How to Repurpose Your CV for a New Sector

With rising candidate availability making for a highly competitive job market, we offer this handy guide for job seekers looking to switch sectors.

How to repurpose your CV for another sector

With candidate availability soaring and fierce competition for roles, it may be time to start applying for roles you may not usually consider. Although this may seem incredibly daunting, this is an exciting opportunity to explore alternative career paths and unlock your hidden potential. However, in order to make this jump, you will need to repurpose your CV for a new sector so that it is tailored to the industry or role you’re applying to and clearly demonstrates how your previous experience is applicable to this new sector.

So, you’ve identified the roles that you want to apply for or the sector you’re wishing to enter. What next? We understand that it’s difficult to know where to begin so we’ve put together 6 career change CV tips to help you understand how to repurpose your CV for a new sector. 

Know your transferable skills

Confidence is key when it comes to repurposing your CV. It’s very common for people to read through a job description and concentrate only on the elements that do not match their experience or skill set and immediately conclude that they're not qualified for the role.

The reality is that you may be less experienced than other candidates applying for the position. However, just because you’re changing sectors doesn’t mean you’re automatically starting again with a blank canvas. You will have plenty of transferable skills on your CV accrued through past roles that can be applied to this new role or sector. Your main task is to pull out the skills that are relevant. 

It’s important that you only select the skills that match or support the criteria specified in the job description. Do not get bogged down with writing about all your skills as many of these will not be relevant and take up valuable space on your CV.

Showcase the skills that qualify you for the role and support this with quantifiable evidence from your previous jobs, demonstrating how you made an impact or contributed to the success of the team or project. This will help the employer understand what you will bring to the role and demonstrate your potential.     

Be more flexible with the layout of your CV

When repurposing your CV for a new sector, layout is key. Prioritise the most relevant information in the first part of your CV. Use the job description to help you decide what is most important for this first section. Prioritising information in this way will ensure your CV is tailored to what the recruiter is looking for and ensure you stand out from the outset. The second part of your CV is where you can list your remaining employment history, without delving into too much depth. Remember a CV should only be a maximum of 2 sides of A4.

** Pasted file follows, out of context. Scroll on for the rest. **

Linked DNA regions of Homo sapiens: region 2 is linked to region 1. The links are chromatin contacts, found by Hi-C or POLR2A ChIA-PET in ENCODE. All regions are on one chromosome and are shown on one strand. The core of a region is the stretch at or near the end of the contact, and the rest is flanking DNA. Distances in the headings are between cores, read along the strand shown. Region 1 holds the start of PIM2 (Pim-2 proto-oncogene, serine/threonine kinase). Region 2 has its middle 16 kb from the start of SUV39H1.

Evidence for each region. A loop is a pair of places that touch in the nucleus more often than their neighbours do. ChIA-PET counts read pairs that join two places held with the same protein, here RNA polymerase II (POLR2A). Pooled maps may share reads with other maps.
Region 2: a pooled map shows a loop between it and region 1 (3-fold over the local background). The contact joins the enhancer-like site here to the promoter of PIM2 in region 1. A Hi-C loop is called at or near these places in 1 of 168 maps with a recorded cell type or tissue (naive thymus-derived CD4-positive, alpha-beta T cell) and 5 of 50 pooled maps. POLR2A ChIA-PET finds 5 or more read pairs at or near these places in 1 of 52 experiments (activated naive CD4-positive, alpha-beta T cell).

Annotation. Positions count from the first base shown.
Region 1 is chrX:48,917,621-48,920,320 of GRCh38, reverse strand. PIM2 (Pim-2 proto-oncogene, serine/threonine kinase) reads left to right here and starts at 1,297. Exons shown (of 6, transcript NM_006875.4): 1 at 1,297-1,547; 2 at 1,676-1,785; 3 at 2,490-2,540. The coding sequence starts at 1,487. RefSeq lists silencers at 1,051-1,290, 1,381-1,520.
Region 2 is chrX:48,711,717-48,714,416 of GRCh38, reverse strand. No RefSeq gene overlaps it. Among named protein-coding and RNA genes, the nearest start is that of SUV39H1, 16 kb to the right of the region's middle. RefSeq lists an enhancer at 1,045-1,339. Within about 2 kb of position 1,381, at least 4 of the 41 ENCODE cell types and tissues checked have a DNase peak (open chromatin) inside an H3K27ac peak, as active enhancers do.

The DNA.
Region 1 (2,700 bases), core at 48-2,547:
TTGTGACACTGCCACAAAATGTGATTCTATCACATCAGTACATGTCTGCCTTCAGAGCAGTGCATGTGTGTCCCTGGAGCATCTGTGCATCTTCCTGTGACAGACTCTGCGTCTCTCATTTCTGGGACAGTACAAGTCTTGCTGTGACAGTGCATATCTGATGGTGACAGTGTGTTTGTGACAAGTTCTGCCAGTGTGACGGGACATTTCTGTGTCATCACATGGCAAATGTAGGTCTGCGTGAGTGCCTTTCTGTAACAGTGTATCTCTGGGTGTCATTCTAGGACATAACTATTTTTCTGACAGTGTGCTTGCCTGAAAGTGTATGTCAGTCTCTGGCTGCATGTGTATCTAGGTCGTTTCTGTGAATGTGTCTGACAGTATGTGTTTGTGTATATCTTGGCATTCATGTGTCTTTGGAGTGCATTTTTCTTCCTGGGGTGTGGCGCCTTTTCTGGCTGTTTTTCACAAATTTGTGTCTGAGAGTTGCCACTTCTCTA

Alternatively, a skills-based CV is great for those who do not have a lot of experience in the sector they’re applying for. It’s important to place more focus on your transferable skills and personal profile if you have less experience. Use each transferable skill that you’ve identified as a broad heading to help structure your CV, listing achievements and experience under each to demonstrate how you have amassed such skills required throughout your career so far. You can then list your employment history in the second section in reverse chronological order, starting with the most recent.

Write a cover letter 

A personal profile or cover letter is your opportunity to tell the recruiter why you want to enter this new sector. Despite spending time tailoring your CV to the role, it may be difficult for the recruiter to decipher why you’re making this jump. A cover letter is the perfect chance to tell the recruiter what previous experience or skills have influenced your decision to enter this new sector. Highlight your achievements and transferable skills to reinforce what you’re going to bring to the role.

If a cover letter isn’t required, we advise you to include a personal profile at the top of your CV. Your personal profile should only be around 3 to 4 lines that summarises your employment history and future career plans. Use this section to help the recruiter understand your career change.

Define your career objectives

Why are you making this move? If you can’t answer this question, it’ll be incredibly difficult to convince recruiters to choose you over someone with more experience. Through setting career goals or objectives, you will be able to more eloquently explain why you are changing your career and convey your enthusiasm and passion for this next step. Outlining your career objectives will help you recognise which past experiences have influenced your decision to change career and what skills will help to achieve your goals.

Research, research, research

If you want to stand out with a winning CV for your sector, then do your research. Although there are many similarities between sectors around the format of a CV, there’s often a huge variation in the level of detail required, content and structure. Some sectors prefer a greater focus on past achievements, with a range of quantifiable evidence to prove how you have made an impact. Conversely, other sectors place more emphasis on the key responsibilities you have previously held. There’s tons of information out there to help you understand what exactly a recruiter in your sector is looking for, so take time to read guidance available online and review some sample CVs to make sure you understand whether your sector has any specific requirements.

Good luck with repurposing your CV for a new sector. Click here for more CV advice and tips from Fish4jobs.

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